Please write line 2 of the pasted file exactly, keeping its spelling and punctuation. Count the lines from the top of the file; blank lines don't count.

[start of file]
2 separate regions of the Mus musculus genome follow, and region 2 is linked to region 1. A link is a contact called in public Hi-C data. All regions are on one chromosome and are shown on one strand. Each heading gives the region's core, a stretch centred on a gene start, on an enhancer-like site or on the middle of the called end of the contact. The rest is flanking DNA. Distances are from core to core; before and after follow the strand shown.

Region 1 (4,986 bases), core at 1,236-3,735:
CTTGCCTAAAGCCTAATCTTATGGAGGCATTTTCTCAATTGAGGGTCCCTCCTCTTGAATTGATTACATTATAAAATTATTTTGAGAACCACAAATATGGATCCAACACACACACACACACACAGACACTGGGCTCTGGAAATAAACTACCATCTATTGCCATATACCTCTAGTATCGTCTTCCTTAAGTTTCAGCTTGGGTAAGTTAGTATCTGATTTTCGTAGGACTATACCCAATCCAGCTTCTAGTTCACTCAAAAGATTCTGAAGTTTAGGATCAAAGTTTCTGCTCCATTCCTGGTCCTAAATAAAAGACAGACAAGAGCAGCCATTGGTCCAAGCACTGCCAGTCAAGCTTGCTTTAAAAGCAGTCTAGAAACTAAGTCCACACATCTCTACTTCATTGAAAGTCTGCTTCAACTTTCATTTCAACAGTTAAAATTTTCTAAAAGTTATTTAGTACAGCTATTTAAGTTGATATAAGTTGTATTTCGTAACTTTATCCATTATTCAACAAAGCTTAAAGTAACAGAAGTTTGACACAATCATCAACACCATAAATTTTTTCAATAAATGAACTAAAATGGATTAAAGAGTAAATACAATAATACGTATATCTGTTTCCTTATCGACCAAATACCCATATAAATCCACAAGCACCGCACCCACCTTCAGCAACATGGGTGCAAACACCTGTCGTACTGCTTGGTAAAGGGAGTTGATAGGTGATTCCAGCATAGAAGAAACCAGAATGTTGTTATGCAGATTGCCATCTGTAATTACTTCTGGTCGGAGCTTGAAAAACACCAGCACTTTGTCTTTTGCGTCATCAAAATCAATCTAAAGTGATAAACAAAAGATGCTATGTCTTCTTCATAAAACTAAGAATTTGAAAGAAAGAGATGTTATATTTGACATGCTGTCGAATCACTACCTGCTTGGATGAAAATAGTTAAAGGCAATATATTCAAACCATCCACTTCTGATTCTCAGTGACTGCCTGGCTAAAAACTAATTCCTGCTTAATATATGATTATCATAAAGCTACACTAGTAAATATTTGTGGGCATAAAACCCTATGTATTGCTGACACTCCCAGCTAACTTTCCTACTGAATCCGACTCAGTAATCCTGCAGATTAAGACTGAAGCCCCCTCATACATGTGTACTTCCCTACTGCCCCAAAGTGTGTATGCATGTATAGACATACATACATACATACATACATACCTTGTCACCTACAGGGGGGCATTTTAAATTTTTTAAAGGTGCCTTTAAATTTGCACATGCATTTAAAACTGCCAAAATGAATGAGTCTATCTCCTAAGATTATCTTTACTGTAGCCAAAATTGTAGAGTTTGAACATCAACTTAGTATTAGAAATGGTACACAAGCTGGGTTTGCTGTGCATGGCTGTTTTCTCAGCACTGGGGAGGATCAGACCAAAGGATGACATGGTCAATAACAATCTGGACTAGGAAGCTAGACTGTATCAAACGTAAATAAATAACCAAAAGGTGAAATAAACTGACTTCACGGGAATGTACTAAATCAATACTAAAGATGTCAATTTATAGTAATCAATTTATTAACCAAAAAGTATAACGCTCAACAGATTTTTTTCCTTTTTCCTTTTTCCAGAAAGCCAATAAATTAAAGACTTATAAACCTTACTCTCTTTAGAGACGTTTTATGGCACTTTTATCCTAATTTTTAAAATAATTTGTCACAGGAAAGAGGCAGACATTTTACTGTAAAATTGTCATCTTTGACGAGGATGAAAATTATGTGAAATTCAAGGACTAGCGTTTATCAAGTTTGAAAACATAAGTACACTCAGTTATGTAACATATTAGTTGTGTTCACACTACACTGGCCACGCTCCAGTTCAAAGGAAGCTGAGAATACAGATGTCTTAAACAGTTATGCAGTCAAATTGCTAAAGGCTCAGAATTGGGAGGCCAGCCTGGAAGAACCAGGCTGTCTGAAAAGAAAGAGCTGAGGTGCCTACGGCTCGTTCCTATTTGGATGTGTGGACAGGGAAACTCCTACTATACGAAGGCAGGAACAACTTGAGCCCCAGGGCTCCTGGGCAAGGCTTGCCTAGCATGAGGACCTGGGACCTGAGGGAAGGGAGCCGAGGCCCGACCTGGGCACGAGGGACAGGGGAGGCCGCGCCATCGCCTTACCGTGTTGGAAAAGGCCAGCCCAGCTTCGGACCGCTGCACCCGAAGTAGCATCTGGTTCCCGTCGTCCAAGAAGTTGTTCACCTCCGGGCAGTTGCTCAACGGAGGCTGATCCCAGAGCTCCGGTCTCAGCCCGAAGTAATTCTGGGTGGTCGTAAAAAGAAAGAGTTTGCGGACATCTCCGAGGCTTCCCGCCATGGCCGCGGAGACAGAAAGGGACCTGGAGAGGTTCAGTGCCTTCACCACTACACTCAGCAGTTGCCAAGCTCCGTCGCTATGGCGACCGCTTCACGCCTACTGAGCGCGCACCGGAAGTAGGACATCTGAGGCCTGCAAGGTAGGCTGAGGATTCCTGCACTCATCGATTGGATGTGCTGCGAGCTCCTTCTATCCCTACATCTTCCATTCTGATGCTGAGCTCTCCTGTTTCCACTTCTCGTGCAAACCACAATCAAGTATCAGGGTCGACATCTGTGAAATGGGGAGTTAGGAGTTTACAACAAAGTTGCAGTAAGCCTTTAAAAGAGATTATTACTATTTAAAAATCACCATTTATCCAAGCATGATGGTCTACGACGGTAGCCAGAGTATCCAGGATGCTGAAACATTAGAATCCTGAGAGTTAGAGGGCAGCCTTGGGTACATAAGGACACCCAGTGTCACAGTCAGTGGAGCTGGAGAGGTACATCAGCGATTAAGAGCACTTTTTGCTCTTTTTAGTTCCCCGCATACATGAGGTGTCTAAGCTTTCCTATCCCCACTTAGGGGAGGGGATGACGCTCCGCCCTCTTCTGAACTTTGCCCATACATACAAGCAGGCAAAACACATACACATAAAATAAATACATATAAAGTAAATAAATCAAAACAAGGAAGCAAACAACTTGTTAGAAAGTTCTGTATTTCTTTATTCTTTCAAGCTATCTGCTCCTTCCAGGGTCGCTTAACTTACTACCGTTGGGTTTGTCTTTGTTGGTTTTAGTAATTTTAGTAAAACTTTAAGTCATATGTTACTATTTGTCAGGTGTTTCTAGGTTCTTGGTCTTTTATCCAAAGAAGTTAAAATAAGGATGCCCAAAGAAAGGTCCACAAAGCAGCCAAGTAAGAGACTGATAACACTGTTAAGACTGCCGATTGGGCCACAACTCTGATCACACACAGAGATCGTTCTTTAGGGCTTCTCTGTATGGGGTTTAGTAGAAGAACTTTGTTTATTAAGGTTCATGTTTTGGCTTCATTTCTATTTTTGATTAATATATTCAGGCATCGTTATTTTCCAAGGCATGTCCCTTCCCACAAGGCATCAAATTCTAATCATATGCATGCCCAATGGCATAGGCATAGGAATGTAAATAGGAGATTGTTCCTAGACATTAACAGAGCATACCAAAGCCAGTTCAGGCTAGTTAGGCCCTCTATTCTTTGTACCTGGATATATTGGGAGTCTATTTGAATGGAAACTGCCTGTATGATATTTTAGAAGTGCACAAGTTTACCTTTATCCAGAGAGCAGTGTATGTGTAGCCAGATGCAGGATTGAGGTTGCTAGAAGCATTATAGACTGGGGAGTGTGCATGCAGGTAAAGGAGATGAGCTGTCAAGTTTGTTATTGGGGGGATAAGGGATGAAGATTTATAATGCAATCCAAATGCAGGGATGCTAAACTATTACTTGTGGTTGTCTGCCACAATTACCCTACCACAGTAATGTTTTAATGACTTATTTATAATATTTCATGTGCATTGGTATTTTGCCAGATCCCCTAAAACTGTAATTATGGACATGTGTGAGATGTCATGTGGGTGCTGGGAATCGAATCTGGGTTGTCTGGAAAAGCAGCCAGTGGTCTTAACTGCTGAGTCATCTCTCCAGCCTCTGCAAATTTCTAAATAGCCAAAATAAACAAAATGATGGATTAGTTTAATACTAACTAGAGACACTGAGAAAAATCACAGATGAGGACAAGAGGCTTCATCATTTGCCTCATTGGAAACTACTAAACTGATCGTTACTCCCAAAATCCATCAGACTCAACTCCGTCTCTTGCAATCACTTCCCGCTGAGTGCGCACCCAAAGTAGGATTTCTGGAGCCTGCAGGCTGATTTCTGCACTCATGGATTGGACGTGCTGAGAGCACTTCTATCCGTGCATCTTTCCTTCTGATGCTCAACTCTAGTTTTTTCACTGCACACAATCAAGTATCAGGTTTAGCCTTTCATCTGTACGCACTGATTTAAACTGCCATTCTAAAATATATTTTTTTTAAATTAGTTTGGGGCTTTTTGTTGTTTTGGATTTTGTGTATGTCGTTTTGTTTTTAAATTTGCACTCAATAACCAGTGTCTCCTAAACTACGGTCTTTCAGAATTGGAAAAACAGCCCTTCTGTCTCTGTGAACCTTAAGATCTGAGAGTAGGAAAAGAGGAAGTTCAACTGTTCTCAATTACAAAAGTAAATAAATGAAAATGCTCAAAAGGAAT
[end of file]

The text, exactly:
Region 1 (4,986 bases), core at 1,236-3,735: